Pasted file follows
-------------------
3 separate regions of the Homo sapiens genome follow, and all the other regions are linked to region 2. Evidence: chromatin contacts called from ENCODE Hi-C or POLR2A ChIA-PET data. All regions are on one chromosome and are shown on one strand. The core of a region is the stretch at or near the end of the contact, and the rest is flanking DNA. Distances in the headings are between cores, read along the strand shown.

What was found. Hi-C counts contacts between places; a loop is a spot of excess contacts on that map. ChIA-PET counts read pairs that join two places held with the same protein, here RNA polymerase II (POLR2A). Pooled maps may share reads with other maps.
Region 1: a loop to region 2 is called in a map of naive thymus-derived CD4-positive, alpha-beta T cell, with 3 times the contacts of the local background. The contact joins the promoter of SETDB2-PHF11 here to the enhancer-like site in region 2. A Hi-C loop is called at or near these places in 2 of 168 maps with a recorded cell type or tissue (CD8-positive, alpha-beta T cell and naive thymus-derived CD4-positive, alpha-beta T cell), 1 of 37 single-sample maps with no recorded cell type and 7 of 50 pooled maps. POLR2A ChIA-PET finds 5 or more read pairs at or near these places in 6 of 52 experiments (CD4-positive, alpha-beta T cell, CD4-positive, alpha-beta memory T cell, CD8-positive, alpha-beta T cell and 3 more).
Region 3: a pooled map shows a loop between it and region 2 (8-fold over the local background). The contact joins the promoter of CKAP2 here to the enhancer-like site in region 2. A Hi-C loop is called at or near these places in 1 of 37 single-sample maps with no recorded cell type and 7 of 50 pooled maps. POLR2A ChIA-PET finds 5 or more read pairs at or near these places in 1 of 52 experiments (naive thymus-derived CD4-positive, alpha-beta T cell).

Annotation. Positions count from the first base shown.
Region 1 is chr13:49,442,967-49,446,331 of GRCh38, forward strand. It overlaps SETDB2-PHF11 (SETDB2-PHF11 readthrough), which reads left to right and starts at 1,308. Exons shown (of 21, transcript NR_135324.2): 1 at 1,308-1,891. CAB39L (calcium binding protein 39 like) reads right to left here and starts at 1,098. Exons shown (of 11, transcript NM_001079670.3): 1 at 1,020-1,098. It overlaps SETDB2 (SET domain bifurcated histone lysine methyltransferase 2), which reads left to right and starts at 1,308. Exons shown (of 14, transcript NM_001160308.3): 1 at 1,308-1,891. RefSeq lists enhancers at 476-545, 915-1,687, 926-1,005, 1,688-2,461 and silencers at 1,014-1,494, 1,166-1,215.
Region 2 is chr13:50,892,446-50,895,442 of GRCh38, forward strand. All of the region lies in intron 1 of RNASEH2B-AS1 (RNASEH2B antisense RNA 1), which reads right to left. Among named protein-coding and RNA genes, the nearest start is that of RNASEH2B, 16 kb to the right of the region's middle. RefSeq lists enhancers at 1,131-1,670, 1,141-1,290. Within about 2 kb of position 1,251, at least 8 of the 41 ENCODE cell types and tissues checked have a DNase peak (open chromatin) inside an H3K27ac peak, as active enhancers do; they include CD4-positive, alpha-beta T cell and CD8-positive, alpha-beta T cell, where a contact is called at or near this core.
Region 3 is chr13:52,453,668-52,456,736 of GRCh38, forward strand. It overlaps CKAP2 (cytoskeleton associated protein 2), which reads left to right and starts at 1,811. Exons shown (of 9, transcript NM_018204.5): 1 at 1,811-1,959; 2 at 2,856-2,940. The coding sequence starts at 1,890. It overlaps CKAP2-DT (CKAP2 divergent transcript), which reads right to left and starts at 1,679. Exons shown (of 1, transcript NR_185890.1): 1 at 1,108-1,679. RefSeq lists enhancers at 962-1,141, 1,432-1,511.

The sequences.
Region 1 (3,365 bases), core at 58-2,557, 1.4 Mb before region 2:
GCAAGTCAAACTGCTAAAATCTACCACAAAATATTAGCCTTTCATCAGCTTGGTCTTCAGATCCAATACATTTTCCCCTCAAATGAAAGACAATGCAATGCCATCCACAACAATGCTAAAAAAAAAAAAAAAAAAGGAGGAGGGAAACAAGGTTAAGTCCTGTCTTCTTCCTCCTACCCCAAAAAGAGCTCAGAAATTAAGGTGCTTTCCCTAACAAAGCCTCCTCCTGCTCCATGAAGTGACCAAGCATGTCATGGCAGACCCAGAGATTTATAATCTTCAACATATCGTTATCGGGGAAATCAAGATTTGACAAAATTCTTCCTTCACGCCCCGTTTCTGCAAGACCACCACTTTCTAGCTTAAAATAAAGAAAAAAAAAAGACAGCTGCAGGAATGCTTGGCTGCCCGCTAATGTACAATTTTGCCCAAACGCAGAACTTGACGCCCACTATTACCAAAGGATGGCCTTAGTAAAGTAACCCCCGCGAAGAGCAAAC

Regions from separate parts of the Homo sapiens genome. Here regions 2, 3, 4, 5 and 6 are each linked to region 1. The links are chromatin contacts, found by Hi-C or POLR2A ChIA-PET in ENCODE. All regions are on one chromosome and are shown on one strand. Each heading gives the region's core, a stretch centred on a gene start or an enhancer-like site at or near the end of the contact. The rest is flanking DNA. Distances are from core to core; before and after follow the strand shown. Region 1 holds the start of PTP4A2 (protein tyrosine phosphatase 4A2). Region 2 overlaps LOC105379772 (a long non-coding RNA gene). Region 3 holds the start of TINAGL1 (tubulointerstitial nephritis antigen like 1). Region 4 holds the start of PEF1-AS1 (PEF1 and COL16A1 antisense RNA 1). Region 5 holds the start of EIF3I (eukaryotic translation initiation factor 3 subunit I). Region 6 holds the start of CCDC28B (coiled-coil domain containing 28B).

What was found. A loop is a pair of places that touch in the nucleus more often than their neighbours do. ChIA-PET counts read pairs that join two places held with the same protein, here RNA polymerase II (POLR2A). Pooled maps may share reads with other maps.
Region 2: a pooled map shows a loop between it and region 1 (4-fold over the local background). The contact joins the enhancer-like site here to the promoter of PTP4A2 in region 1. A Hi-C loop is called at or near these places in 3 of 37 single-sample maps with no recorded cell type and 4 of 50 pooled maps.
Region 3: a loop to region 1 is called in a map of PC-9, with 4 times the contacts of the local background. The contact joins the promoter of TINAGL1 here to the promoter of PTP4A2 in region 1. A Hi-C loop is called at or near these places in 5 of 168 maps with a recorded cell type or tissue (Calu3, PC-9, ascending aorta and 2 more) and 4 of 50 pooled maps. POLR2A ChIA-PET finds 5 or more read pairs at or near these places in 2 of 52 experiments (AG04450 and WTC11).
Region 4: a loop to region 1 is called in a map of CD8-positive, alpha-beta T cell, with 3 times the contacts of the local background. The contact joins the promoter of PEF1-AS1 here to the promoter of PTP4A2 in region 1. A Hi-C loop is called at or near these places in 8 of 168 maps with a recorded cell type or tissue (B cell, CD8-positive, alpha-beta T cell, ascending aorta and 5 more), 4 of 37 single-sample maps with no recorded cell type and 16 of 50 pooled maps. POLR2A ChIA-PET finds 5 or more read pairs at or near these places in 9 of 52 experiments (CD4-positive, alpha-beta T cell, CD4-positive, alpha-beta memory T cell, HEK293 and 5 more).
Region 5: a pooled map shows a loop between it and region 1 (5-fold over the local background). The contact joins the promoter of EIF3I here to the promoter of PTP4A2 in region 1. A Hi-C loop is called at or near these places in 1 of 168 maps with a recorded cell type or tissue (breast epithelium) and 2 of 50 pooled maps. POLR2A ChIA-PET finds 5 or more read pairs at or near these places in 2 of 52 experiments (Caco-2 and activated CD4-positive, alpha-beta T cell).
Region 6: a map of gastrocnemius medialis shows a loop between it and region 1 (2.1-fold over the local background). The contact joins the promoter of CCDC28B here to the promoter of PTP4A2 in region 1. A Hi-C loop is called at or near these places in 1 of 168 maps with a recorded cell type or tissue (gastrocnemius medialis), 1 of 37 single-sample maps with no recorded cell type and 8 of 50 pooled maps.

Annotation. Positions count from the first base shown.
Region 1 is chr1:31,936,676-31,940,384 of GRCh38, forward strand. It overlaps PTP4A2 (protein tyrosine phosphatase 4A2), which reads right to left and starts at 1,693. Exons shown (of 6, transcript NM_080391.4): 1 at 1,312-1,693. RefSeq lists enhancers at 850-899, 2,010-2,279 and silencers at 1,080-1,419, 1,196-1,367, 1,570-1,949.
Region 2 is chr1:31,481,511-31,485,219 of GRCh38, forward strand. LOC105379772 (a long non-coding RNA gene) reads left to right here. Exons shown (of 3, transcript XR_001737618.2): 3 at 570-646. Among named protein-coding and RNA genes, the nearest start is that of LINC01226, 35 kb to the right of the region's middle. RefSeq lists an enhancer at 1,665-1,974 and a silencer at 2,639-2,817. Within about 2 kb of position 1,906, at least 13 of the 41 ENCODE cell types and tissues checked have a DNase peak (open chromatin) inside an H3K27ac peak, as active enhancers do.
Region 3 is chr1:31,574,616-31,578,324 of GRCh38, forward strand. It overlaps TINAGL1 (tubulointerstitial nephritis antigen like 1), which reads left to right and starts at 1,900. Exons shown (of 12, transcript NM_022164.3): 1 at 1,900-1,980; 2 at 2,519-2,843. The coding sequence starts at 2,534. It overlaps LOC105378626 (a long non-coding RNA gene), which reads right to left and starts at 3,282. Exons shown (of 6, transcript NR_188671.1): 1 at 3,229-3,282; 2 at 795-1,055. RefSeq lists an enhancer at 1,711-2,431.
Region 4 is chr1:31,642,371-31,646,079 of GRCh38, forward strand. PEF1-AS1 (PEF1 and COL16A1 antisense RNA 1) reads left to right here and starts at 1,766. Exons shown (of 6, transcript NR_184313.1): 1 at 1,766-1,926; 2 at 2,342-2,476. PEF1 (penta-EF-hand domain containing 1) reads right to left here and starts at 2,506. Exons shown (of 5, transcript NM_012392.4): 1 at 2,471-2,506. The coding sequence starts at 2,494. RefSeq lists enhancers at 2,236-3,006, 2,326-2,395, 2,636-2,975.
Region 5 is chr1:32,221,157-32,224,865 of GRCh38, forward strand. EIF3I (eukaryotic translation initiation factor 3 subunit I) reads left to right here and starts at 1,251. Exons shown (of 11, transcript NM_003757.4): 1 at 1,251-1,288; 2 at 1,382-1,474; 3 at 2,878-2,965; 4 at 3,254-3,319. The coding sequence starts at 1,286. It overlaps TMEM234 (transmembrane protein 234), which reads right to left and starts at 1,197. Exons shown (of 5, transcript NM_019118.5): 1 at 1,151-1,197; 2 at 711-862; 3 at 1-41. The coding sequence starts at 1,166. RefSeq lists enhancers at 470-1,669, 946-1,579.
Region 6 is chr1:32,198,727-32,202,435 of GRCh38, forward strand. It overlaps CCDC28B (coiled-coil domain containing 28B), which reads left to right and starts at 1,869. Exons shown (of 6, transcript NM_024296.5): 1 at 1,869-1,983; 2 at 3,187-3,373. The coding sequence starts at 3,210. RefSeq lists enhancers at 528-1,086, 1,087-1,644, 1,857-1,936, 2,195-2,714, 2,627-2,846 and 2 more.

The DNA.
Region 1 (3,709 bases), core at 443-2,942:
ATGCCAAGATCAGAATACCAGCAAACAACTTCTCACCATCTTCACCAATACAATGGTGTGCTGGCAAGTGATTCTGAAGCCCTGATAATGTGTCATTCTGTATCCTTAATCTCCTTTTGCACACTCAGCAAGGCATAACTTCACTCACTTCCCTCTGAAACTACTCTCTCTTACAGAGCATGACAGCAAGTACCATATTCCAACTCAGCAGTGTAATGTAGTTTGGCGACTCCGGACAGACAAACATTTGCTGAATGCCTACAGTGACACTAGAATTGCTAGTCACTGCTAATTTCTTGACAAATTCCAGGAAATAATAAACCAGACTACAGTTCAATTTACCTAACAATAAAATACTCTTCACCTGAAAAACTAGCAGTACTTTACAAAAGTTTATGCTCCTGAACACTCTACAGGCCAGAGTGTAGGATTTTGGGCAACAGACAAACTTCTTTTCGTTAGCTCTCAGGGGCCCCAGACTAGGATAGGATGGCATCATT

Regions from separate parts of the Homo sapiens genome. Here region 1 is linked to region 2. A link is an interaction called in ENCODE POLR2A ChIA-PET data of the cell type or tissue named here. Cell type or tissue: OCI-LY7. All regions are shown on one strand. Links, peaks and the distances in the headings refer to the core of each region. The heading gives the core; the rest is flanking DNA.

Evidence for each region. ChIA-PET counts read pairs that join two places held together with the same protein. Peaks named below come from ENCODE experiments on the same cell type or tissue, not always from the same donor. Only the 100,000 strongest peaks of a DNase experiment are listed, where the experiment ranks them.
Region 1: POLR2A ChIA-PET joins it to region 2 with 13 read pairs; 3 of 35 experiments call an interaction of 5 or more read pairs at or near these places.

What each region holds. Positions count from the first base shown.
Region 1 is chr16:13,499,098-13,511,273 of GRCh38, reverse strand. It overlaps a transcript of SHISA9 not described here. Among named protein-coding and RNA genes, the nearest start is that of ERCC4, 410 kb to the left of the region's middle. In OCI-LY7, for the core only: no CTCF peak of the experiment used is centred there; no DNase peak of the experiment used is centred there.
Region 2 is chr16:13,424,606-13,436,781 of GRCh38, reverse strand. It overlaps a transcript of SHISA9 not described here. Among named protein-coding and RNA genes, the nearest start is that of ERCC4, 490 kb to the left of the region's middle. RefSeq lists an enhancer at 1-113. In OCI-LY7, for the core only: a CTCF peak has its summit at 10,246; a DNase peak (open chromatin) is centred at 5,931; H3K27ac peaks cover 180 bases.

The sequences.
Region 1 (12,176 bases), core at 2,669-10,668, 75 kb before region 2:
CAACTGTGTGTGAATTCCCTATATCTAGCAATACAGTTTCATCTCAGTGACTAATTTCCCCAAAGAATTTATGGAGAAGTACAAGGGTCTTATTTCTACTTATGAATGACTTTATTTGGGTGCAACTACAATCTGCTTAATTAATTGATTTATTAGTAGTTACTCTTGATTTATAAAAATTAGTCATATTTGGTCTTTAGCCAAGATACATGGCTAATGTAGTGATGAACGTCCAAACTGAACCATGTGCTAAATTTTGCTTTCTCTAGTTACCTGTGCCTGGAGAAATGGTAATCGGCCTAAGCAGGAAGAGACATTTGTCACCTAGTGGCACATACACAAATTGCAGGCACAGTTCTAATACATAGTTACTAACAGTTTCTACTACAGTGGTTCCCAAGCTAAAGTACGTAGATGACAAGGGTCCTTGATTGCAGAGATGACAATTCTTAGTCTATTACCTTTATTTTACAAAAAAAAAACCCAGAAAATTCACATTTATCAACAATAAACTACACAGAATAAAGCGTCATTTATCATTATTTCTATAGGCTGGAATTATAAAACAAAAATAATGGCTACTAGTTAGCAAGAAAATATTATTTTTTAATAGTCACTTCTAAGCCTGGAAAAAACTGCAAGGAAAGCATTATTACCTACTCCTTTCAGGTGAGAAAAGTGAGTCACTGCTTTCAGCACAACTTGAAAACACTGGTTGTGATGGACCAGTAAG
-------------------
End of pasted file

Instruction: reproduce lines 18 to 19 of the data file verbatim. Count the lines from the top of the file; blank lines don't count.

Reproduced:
Region 6: a map of gastrocnemius medialis shows a loop between it and region 1 (2.1-fold over the local background). The contact joins the promoter of CCDC28B here to the promoter of PTP4A2 in region 1. A Hi-C loop is called at or near these places in 1 of 168 maps with a recorded cell type or tissue (gastrocnemius medialis), 1 of 37 single-sample maps with no recorded cell type and 8 of 50 pooled maps.

Annotation. Positions count from the first base shown.